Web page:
I have a question about the recipe "Salted Pumpkin Caramels" from cheese1227. Why didn't my caramels set?! I thought I did everything according to the recipe! Am I not cooking them long enough?
Could your thermometer be off? Maybe try calibrating it if you haven't recently.
If you are using a mercury-filled candy thermometer, it can't be calibrated the way you would a bi-metalic stemmed thermometer. What you can do is immerse it in boiling water, which if you live at or near sea level, boils at of course 212º F (every 500' increase in elevation means a 1º decrease in the temperature at which water boils, so know your elevation and do the math). See where your thermometer registers and adjust your cooking time and temp accordingly, much like taking a reading of you oven with an oven thermometer. If you're using an average $10 bi-metalic stemmed thermometer, which you can calibrate, it isn't going to do you a lot of good, as its upper register is around 160º, well below caramel range. Bi-metalic stemmed thermometers that register up to 300º to 500º are available, but for a price: $100 to $300. Clearly, boiling some water and testing your mercury-filled thermometer cuts to the chase much more affordably.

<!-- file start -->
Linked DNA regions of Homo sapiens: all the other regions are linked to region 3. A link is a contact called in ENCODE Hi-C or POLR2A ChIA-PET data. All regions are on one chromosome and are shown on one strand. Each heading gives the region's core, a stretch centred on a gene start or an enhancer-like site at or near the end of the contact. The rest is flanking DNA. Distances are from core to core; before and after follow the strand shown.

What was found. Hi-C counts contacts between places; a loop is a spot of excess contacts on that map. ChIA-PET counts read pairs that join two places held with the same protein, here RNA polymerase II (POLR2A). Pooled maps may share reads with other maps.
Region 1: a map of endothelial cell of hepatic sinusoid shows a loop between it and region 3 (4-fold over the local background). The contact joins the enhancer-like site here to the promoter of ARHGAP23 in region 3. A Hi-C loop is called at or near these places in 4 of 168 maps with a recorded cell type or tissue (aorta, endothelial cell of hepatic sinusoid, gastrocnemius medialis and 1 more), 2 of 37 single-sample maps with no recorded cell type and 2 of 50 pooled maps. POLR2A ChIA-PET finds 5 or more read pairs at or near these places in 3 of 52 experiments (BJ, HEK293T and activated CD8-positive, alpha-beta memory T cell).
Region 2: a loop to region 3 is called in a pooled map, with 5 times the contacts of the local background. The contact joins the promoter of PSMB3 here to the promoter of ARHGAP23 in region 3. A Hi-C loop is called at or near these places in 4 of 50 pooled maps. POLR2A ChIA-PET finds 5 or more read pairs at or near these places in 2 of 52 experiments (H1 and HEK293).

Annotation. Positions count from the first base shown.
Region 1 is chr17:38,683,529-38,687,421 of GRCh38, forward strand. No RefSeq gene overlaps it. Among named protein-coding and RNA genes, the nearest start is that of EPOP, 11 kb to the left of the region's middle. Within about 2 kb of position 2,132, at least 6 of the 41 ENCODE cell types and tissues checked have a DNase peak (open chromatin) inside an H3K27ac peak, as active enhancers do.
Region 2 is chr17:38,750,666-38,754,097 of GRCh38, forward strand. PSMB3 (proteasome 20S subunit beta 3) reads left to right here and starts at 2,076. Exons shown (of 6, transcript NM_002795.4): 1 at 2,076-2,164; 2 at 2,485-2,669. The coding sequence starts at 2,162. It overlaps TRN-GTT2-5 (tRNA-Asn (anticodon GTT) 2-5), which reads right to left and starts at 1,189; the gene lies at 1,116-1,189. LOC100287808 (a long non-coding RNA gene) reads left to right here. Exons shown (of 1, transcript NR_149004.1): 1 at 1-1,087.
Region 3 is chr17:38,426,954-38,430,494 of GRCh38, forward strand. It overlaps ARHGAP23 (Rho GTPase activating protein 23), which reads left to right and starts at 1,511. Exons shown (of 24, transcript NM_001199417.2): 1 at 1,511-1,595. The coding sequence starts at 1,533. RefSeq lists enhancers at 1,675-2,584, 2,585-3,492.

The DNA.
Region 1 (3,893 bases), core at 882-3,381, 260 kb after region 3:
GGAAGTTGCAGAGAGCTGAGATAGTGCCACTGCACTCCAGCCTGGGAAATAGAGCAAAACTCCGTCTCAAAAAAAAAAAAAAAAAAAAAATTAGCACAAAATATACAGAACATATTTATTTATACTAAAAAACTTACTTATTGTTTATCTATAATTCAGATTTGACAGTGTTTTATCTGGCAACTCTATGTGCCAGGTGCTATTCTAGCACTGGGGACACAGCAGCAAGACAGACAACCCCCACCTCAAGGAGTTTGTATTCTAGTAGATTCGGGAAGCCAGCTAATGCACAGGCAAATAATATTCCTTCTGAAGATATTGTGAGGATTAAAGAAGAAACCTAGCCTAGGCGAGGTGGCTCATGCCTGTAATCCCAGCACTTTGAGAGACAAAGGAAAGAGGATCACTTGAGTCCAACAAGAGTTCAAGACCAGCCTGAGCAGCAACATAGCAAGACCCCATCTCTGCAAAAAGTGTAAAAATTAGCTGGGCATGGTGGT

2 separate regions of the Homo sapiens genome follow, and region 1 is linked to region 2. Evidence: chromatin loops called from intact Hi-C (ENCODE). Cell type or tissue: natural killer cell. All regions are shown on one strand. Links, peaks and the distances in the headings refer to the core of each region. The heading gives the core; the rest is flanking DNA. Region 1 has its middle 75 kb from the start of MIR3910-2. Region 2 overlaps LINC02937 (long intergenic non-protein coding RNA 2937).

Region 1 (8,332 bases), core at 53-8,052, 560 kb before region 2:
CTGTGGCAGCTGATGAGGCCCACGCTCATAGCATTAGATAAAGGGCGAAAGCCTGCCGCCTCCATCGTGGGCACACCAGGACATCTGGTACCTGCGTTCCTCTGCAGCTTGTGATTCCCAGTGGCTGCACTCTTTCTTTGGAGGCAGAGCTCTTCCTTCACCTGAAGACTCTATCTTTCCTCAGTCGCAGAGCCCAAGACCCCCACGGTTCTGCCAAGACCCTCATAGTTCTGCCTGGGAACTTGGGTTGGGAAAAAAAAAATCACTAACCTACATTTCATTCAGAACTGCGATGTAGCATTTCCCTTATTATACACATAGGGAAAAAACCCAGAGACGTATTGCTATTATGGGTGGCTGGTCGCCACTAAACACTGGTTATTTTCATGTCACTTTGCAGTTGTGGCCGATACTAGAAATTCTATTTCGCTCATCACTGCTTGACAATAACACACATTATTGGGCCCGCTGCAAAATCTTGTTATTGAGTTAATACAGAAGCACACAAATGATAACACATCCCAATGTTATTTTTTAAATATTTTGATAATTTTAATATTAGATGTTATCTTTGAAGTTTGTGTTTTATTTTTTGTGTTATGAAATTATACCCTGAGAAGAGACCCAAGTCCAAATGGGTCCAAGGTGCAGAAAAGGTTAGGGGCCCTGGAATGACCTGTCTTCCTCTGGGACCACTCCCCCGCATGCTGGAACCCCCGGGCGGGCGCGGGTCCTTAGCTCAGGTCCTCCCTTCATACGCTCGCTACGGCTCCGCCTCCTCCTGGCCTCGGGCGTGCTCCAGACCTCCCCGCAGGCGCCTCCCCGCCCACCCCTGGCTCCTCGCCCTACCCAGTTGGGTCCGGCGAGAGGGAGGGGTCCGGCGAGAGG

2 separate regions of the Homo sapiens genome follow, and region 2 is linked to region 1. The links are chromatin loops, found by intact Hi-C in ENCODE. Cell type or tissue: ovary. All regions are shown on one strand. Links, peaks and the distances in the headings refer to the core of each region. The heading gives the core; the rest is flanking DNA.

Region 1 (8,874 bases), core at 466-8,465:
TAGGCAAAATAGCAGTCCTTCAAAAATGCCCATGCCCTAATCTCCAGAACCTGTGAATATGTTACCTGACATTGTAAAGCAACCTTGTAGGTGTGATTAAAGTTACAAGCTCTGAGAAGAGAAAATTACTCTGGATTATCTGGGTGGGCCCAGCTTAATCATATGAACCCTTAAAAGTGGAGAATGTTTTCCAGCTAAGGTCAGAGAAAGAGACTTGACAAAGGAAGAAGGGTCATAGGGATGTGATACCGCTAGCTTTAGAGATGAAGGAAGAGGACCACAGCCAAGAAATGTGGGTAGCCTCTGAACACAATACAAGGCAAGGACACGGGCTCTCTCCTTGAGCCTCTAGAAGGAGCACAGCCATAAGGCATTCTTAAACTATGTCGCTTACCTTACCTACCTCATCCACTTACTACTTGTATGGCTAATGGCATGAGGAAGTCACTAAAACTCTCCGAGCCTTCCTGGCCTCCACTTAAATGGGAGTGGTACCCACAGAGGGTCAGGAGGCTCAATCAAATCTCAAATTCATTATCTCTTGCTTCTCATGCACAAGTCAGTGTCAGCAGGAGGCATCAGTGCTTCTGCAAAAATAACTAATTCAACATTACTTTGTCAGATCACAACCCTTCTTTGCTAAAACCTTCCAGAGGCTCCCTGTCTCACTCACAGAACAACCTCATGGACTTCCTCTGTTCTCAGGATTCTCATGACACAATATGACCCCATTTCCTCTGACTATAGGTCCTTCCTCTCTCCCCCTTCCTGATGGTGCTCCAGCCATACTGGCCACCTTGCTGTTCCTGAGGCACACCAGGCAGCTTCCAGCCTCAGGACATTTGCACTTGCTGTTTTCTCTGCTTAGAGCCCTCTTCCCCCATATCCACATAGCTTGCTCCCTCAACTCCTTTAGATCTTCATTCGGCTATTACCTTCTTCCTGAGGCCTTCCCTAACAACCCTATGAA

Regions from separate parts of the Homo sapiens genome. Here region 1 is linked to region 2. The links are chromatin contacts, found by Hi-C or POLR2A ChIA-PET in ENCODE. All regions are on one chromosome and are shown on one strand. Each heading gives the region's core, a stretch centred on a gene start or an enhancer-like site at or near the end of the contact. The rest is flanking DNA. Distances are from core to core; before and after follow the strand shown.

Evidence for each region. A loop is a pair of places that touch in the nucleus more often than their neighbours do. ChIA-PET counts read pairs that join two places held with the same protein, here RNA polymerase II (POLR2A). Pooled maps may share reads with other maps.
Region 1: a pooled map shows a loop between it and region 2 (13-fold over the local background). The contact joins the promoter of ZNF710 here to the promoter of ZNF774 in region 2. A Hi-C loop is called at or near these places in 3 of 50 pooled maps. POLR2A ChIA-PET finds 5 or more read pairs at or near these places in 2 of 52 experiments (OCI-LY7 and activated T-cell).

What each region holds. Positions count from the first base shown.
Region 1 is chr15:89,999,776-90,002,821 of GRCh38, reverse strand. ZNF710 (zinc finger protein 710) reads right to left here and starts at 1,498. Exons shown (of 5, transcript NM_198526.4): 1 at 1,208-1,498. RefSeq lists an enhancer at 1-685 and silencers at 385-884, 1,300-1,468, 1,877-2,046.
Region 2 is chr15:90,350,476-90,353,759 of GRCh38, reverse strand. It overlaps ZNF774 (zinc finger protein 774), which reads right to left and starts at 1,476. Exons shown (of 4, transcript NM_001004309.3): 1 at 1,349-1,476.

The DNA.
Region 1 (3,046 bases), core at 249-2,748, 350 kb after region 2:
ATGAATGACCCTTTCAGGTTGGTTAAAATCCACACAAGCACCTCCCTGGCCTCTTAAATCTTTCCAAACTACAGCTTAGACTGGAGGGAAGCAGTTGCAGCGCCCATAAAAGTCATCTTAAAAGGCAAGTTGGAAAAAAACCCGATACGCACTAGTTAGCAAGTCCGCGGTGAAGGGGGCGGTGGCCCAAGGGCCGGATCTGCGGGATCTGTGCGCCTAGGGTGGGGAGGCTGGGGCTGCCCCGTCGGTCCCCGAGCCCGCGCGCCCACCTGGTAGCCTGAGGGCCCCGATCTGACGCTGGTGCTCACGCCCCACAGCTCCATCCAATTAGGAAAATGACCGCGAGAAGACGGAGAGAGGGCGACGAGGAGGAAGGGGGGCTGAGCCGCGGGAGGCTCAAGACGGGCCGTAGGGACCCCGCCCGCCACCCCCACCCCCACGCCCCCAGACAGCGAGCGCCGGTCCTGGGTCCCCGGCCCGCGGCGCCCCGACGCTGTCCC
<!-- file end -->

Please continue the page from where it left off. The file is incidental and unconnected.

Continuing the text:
Caramel which doesn't set has generally been undercooked. In other words, not enough water has been driven off. Testing your thermometer will help you in that regard, but watching it for color and smelling its aroma will do achieve the same end. Once it takes on a deep amber color and begins to give off a deeply cooked scent, you're there. It takes vigilance. Don't step away to check email. If it smells scorched, it is. If it bursts into flames, call 911.
Wow I just learned a valuable lesson. Thanks Cynthia. I had a go at making caramel once and only once. It was a disaster. I might have another go now.
I went through a bunch before I settled on this one: http://www.amazon.com/Taylor-Classic-Deep-Fry-Analog-Thermometer/dp/B00004XSC9
Rest of answer disappeared, hmmm... it said:
Taylor thermometers are my favorites as well. This is a dependable one: